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Vermont Real Estate and Demolition Companies Face Fines for Clean Air Violations

Release Date: 08/06/2009
Contact Information: David Deegan, (617) 918-1010

(Boston, Mass. August 6, 2009) - A Vermont real estate and demolition company together face a penalty of nearly $30,000 for alleged violations of the Clean Air Act and the National Emission Standard for Hazardous Air Pollutants for Asbestos.

In March 2008, the JIDDU/SIDDU Trust of Colchester, Vt. and CRC Excavating, LLC of Middlesex, Vt. demolished buildings on two residential lots in Essex Junction, at 231 and 235 Pearl Street, as part of a commercial project to build a three-story, 35-unit apartment building on the combined lot.

EPA’s complaint alleges that JIDDU/SIDDU and CRC failed to thoroughly inspect for asbestos prior to demolishing the buildings and failed to provide EPA with prior written notification of its intent to demolish as is required under Federal asbestos demolition standards. The two companies could face a fine of $29,308 for the alleged violations.

Approximately 75,106 pounds (approximately 120 cubic yards) of demolition debris was removed from the properties and disposed of at a waste transfer station as non-asbestos containing waste without proper inspection. Available information indicates that JIDDU/SIDDU tested limited debris remaining after the demolition, but did not identify any remaining asbestos on the property.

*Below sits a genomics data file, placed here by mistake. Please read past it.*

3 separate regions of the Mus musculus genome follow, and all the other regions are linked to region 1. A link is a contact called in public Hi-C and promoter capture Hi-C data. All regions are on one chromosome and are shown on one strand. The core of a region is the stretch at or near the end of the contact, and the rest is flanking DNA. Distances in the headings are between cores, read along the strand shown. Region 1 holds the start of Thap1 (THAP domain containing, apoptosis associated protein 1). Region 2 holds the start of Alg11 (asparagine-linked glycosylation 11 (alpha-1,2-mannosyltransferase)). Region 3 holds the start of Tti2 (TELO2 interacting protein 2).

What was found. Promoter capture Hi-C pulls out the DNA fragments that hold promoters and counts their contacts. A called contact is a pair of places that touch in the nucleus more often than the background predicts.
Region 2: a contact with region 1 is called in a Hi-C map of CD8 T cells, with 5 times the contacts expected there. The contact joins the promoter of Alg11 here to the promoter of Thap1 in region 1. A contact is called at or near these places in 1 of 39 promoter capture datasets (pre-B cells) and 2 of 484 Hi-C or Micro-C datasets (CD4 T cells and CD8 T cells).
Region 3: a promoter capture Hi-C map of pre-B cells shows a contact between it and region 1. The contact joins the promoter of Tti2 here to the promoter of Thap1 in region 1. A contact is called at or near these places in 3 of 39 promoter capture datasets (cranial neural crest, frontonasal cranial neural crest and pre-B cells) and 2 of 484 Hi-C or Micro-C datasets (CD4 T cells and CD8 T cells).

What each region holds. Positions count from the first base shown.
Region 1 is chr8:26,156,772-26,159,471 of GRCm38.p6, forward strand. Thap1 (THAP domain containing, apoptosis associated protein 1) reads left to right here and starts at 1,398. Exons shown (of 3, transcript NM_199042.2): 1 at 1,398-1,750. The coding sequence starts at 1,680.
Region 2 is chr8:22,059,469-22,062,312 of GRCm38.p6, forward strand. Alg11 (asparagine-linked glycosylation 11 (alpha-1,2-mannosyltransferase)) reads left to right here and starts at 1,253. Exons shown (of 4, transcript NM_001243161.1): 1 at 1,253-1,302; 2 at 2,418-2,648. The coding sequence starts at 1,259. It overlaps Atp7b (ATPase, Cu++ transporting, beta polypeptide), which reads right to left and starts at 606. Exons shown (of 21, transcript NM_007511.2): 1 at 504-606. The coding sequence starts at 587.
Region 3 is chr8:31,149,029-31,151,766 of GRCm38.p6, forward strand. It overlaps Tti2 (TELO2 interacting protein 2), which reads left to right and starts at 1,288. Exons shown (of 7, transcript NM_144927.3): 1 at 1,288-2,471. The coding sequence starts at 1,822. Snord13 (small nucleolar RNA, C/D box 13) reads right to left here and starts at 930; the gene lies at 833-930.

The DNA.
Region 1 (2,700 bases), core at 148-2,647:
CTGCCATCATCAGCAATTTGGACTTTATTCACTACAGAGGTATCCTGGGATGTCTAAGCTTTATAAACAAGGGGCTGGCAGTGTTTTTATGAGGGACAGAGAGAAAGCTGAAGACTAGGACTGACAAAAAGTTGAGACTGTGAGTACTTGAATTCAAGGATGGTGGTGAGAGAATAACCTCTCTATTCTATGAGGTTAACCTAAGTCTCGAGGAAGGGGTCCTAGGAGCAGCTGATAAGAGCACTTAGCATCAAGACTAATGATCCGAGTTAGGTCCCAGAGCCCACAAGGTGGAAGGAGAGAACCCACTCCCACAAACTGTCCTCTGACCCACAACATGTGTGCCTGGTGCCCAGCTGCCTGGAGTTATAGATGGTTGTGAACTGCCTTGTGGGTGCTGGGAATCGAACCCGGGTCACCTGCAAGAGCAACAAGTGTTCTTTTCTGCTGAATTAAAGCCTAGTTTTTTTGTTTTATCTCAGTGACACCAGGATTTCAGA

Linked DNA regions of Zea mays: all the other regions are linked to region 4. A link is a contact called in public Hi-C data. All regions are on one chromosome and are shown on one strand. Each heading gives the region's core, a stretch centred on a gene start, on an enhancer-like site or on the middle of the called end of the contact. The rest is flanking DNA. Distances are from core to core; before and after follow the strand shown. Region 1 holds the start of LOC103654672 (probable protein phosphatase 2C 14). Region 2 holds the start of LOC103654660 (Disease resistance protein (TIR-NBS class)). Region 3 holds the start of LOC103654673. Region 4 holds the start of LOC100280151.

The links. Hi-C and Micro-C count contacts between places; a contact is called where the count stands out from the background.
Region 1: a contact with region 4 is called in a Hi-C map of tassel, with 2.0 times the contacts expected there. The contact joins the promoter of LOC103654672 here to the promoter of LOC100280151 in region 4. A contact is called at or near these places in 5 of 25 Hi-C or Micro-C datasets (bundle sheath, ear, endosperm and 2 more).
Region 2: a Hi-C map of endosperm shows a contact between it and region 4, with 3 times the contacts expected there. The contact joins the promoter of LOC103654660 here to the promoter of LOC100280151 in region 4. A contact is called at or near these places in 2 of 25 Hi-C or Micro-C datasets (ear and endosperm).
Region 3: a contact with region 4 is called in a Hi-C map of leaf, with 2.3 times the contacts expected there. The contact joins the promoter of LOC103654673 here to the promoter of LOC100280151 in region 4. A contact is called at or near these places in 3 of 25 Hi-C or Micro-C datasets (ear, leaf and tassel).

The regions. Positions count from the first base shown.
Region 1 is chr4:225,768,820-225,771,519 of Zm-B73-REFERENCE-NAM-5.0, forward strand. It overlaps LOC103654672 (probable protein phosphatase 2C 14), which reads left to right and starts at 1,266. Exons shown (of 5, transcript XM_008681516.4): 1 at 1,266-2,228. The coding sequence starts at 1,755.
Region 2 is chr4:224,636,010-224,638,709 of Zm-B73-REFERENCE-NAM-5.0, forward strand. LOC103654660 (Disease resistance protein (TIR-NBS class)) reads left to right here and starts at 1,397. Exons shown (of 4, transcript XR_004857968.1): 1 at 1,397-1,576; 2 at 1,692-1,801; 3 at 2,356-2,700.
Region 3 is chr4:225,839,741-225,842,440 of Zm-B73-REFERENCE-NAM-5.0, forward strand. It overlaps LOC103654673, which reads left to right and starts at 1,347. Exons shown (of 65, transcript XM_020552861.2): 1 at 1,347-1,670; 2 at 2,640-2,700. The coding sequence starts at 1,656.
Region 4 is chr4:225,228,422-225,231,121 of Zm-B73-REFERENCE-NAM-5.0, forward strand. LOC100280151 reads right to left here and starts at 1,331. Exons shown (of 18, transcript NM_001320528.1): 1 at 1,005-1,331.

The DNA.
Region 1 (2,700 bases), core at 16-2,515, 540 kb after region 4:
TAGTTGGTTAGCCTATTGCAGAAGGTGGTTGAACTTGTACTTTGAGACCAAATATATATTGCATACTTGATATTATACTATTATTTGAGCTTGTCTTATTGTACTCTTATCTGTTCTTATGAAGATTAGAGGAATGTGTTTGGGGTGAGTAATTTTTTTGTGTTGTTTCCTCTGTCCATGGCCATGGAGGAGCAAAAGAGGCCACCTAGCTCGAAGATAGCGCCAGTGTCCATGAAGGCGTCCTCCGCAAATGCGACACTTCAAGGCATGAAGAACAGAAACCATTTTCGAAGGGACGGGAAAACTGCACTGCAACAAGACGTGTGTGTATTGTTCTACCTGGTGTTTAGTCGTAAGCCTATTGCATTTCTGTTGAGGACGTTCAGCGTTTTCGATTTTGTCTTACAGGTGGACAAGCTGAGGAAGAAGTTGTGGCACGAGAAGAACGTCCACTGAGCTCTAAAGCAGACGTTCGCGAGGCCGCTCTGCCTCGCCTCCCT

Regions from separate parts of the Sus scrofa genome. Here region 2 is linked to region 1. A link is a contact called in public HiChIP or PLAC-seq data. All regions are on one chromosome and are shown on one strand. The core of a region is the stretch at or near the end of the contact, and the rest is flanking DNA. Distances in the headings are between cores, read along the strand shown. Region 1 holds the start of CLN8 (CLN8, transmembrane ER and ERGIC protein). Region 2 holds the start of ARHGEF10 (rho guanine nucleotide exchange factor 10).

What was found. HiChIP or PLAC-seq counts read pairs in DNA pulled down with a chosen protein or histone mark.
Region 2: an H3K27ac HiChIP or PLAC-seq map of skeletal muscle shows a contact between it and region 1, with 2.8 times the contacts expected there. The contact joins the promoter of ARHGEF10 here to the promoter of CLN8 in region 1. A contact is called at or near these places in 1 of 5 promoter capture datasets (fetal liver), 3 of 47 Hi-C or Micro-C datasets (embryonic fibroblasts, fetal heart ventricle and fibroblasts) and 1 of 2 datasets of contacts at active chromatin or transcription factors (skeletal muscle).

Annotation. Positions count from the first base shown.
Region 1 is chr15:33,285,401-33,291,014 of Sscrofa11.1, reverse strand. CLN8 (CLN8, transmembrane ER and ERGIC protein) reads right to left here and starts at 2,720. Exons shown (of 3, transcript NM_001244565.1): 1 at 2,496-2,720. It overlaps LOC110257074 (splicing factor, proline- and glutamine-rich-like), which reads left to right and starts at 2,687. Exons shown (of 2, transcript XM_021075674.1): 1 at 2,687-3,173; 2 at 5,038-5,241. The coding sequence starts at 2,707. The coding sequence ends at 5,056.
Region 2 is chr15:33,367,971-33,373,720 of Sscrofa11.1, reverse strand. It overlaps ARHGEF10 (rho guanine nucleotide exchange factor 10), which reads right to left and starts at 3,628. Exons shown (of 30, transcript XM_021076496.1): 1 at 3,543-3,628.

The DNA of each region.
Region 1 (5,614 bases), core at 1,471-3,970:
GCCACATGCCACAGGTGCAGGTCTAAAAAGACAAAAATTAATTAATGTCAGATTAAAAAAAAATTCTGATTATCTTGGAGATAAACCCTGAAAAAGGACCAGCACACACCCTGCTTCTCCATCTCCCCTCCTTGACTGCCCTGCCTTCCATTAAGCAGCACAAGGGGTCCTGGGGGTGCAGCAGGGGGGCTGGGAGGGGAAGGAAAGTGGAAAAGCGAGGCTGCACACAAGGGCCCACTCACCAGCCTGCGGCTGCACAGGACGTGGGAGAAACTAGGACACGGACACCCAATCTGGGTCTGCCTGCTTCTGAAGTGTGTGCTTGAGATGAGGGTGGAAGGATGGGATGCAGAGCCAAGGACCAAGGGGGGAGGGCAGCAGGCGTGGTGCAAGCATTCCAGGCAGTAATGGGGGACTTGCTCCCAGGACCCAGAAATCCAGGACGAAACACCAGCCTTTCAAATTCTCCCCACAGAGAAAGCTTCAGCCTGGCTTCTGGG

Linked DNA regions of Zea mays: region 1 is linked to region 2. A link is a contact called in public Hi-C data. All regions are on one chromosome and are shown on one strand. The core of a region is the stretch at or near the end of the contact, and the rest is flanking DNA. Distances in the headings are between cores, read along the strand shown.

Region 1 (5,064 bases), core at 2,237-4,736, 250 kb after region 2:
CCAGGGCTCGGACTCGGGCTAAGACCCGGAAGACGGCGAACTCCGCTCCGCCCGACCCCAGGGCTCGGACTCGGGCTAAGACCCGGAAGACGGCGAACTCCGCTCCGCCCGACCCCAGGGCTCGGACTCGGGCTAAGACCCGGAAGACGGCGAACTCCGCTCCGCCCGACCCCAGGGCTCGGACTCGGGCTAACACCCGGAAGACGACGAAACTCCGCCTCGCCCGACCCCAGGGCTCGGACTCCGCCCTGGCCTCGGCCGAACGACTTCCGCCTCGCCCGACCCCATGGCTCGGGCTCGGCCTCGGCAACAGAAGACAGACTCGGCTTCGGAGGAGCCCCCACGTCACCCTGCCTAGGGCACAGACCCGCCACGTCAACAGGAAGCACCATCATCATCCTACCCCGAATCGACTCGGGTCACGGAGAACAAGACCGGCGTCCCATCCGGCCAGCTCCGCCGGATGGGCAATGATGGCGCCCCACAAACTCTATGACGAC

The federal Clean Air Act and the National Emission Standard for Hazardous Air Pollutants for Asbestos (Asbestos NESHAP) require owners and operators of demolition and renovation operations to follow certain inspection and notification requirements prior to beginning such operations, and to abide by specific work practice and waste disposal requirements when the owners and operators identify the presence of regulated asbestos-containing material.

These violations of the Asbestos NESHAP could have posed significant health risks to the surrounding community, as well as to the employees conducting the demolition, since there was no evaluation of any potential asbestos risks that may have been raised from the demolition work. However, at this time, EPA is not aware of any specific harm caused by the violations alleged in this case.

EPA’s asbestos regulations help protect workers and the public from inhaling airborne asbestos fibers. Breathing asbestos fibers can cause lung cancer, asbestosis, and mesothelioma, a cancer of the lining of the chest and the abdominal cavity.

More information:

- Enforcement of the Clean Air Act in New England (

- Asbestos Information (

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